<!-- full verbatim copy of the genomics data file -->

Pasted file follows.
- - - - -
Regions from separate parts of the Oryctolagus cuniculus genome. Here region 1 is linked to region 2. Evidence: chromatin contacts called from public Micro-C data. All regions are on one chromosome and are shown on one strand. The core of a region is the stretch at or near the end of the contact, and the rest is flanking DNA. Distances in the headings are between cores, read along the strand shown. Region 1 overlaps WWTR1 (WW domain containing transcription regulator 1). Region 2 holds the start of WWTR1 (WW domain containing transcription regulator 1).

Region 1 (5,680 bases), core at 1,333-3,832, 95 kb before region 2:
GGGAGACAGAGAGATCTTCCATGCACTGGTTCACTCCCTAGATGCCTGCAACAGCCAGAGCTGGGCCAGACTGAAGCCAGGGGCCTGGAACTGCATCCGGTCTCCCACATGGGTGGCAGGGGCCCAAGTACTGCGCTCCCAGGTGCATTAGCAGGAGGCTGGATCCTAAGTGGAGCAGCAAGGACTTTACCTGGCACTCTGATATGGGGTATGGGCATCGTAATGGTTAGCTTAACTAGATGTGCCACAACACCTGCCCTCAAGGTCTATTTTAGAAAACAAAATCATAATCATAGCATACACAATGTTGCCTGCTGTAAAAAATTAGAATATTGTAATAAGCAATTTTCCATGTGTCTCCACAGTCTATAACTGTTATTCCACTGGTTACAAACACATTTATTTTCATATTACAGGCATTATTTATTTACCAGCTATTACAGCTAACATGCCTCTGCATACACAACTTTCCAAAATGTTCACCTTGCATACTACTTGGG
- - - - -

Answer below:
Regions from separate parts of the Oryctolagus cuniculus genome. Here region 1 is linked to region 2. Evidence: chromatin contacts called from public Micro-C data. All regions are on one chromosome and are shown on one strand. The core of a region is the stretch at or near the end of the contact, and the rest is flanking DNA. Distances in the headings are between cores, read along the strand shown. Region 1 overlaps WWTR1 (WW domain containing transcription regulator 1). Region 2 holds the start of WWTR1 (WW domain containing transcription regulator 1).

Region 1 (5,680 bases), core at 1,333-3,832, 95 kb before region 2:
GGGAGACAGAGAGATCTTCCATGCACTGGTTCACTCCCTAGATGCCTGCAACAGCCAGAGCTGGGCCAGACTGAAGCCAGGGGCCTGGAACTGCATCCGGTCTCCCACATGGGTGGCAGGGGCCCAAGTACTGCGCTCCCAGGTGCATTAGCAGGAGGCTGGATCCTAAGTGGAGCAGCAAGGACTTTACCTGGCACTCTGATATGGGGTATGGGCATCGTAATGGTTAGCTTAACTAGATGTGCCACAACACCTGCCCTCAAGGTCTATTTTAGAAAACAAAATCATAATCATAGCATACACAATGTTGCCTGCTGTAAAAAATTAGAATATTGTAATAAGCAATTTTCCATGTGTCTCCACAGTCTATAACTGTTATTCCACTGGTTACAAACACATTTATTTTCATATTACAGGCATTATTTATTTACCAGCTATTACAGCTAACATGCCTCTGCATACACAACTTTCCAAAATGTTCACCTTGCATACTACTTGGG